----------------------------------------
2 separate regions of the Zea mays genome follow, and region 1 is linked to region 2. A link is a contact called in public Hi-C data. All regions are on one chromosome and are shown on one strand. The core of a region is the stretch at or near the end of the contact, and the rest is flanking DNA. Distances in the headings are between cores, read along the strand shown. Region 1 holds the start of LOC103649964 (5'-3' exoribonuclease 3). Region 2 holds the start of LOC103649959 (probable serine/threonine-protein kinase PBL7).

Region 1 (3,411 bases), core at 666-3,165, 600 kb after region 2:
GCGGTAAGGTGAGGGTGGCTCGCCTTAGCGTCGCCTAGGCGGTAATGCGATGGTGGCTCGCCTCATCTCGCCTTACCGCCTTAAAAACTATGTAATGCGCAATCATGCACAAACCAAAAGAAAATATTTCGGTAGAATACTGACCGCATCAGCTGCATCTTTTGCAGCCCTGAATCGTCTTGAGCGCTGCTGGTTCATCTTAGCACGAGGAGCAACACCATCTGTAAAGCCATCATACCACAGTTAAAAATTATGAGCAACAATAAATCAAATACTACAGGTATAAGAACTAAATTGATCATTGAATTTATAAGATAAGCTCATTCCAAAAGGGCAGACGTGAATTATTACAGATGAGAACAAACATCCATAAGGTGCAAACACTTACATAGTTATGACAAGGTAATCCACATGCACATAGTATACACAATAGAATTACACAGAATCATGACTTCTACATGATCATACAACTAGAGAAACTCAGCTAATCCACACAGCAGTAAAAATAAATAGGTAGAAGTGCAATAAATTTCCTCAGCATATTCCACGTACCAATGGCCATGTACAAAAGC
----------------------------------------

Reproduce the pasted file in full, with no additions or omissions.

2 separate regions of the Zea mays genome follow, and region 1 is linked to region 2. A link is a contact called in public Hi-C data. All regions are on one chromosome and are shown on one strand. The core of a region is the stretch at or near the end of the contact, and the rest is flanking DNA. Distances in the headings are between cores, read along the strand shown. Region 1 holds the start of LOC103649964 (5'-3' exoribonuclease 3). Region 2 holds the start of LOC103649959 (probable serine/threonine-protein kinase PBL7).

Region 1 (3,411 bases), core at 666-3,165, 600 kb after region 2:
GCGGTAAGGTGAGGGTGGCTCGCCTTAGCGTCGCCTAGGCGGTAATGCGATGGTGGCTCGCCTCATCTCGCCTTACCGCCTTAAAAACTATGTAATGCGCAATCATGCACAAACCAAAAGAAAATATTTCGGTAGAATACTGACCGCATCAGCTGCATCTTTTGCAGCCCTGAATCGTCTTGAGCGCTGCTGGTTCATCTTAGCACGAGGAGCAACACCATCTGTAAAGCCATCATACCACAGTTAAAAATTATGAGCAACAATAAATCAAATACTACAGGTATAAGAACTAAATTGATCATTGAATTTATAAGATAAGCTCATTCCAAAAGGGCAGACGTGAATTATTACAGATGAGAACAAACATCCATAAGGTGCAAACACTTACATAGTTATGACAAGGTAATCCACATGCACATAGTATACACAATAGAATTACACAGAATCATGACTTCTACATGATCATACAACTAGAGAAACTCAGCTAATCCACACAGCAGTAAAAATAAATAGGTAGAAGTGCAATAAATTTCCTCAGCATATTCCACGTACCAATGGCCATGTACAAAAGC